With a mock delivery, Hawaii hospitals gear up for the arrival of COVID-19 vaccines

With a mock delivery, Hawaii hospitals gear up for the arrival of COVID-19 vaccines

HONOLULU, Hawaii (HawaiiNewsNow) - Across Hawaii, Hospitals are preparing for the arrival of COVID-19 vaccines.

This week, a mock shipment of Pfizer’s treatment was sent to the Queen’s Medical Center.

The drill included a thermal container which is needed to transport the vaccine. It must be kept at a beyond chilling temperature of negative 70 degrees Celsius.

The company developed specially designed, temperature controlled shippers to handle the task.

One Hawaii doctor took part in the vaccine trial that included more than 43,000 people in the U.S. and she shared the confidence she has in the process.

“I’m kind of a doubting Thomas when new things come out, to tell you the truth. I often tell patients, don’t use it in the first year because we’ve seen some problems before,” Dr. Kelly Withy of the Hawaii/Pacific Basin Area Health Education Center said.

“But I felt safe, and I only got the first one six, seven weeks ago, so I didn’t jump in right away. But now I feel safe and I’m actually sending my three kids who are in their twenties to get it, in the trial next week as well,” Dr. Withy added.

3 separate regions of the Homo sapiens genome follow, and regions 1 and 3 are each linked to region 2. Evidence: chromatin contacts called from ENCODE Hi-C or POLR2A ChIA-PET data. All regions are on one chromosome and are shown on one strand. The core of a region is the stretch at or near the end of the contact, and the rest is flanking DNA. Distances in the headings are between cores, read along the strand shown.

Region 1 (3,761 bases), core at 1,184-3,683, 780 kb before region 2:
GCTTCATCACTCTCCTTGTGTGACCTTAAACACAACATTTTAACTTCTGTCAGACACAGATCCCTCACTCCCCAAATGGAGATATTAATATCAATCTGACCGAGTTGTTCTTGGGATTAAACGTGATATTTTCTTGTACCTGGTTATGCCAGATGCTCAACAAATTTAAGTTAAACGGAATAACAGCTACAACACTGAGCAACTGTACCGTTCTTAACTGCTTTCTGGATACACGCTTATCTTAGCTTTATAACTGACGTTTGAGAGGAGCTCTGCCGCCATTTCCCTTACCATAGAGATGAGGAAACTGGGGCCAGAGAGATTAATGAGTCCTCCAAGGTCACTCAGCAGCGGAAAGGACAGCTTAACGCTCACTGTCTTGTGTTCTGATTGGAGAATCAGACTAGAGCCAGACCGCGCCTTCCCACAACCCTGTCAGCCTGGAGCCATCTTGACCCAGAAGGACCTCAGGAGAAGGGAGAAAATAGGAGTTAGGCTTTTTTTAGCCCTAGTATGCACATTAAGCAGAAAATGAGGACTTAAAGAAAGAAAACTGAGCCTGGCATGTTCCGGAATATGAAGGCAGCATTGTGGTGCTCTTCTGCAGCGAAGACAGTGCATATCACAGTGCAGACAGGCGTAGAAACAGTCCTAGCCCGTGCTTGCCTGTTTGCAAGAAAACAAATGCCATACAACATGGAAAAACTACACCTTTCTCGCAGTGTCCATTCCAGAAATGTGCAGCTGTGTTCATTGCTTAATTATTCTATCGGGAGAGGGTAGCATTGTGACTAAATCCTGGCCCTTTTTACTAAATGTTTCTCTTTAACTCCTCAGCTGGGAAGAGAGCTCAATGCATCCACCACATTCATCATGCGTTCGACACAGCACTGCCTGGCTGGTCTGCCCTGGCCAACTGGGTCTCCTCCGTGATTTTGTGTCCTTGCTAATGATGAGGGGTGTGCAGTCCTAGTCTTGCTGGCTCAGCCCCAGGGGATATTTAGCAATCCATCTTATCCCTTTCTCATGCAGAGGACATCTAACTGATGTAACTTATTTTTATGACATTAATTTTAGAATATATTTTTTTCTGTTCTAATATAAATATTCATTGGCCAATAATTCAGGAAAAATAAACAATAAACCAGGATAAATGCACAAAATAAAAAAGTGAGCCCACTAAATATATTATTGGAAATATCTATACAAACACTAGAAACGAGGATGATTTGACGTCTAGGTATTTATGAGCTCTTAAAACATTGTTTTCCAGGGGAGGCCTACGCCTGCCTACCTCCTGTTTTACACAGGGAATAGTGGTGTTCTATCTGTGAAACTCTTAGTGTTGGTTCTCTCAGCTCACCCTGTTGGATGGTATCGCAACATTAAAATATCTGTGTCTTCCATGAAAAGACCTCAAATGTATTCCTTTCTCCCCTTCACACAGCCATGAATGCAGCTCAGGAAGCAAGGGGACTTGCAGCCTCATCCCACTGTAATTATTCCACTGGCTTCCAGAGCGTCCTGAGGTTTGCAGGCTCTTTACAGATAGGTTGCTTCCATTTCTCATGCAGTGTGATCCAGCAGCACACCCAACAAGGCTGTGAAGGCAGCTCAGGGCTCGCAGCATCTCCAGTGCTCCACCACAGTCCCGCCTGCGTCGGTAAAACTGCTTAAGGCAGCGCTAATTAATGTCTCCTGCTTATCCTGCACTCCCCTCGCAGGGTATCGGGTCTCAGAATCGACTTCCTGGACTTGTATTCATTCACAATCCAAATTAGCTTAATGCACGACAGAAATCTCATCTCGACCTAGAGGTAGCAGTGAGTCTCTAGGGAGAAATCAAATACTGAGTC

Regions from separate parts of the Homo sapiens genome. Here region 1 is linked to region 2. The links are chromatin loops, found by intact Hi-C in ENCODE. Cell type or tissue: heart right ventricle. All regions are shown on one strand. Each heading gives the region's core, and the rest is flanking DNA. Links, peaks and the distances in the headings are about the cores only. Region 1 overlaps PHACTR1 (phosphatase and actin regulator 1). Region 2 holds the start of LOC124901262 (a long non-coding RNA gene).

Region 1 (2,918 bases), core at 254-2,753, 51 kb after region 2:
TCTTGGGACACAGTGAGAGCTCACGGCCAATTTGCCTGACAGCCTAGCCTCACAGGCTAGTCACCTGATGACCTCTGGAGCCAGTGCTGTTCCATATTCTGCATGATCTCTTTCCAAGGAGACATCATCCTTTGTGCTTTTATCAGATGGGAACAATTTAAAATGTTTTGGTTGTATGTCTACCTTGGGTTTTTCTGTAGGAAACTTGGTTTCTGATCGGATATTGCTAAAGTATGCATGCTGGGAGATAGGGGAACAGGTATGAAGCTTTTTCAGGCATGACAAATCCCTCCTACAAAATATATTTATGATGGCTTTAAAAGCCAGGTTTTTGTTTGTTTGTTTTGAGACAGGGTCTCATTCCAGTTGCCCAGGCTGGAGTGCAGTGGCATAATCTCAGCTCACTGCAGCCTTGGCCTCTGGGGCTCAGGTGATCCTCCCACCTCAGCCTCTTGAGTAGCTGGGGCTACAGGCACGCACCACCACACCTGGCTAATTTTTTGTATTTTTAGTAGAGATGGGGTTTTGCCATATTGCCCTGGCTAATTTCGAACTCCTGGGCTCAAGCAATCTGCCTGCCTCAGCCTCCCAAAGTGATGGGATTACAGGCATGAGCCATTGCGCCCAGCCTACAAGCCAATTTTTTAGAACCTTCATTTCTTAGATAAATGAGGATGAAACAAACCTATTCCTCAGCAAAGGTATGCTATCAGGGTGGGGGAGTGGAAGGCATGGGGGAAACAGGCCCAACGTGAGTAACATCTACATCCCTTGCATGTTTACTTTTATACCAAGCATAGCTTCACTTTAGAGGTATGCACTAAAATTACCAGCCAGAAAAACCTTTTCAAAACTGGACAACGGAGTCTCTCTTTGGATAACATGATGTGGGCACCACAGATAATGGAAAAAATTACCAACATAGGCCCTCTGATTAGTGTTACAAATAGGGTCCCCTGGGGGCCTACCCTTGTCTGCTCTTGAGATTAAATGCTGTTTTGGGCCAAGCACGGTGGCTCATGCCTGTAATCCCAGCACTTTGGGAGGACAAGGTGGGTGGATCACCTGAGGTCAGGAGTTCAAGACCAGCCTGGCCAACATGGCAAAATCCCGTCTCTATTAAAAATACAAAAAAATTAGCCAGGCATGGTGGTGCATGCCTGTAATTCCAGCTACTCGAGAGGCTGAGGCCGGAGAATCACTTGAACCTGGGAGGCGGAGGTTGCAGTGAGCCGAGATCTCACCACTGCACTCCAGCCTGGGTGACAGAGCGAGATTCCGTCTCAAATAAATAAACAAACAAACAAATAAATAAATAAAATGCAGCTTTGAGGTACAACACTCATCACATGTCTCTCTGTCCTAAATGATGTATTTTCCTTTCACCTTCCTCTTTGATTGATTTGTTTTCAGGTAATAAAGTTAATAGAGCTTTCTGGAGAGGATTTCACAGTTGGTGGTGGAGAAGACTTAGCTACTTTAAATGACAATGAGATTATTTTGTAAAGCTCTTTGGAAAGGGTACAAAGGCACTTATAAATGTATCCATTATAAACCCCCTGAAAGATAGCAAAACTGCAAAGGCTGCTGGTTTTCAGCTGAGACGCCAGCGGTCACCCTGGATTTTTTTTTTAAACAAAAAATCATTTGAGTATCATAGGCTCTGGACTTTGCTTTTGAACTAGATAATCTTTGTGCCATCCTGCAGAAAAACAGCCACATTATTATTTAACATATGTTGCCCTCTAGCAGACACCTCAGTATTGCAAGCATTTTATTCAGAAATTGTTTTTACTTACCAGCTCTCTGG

She didn’t report any serious side effects, saying she only had five days of tiredness and body aches, but nothing more.

The FDA has not yet approved any vaccine, but federal officials will meet on Thursday to discuss Pfizer’s treatment. A week later, they’ll review Moderna’s vaccine.

This all comes as the first round of vaccines may be initially limited on a national scale.

The CDC reportedly informed states of how many doses would be headed their way in the first shipment, and it could fall short of vaccinating all health care workers and nursing home residents, despite those people being deemed top priority. That’s about 24 million people in all.

It’s estimated a total of 40 million vaccine doses will be available if Moderna and Pfizer’s treatments get federal approval. However, each person needs two doses, and that means there would only be enough for 20 million people.

“My colleagues across the state have put their lives on the line in order to care for Hawaii’s COVID-19 patients,” Dr. Withy said. “I believe the Emergency Use Authorization of COVID-19 vaccines will be a huge step forward in preventing further infection, saving the lives of those most vulnerable to the virus and protecting our healthcare workers.”

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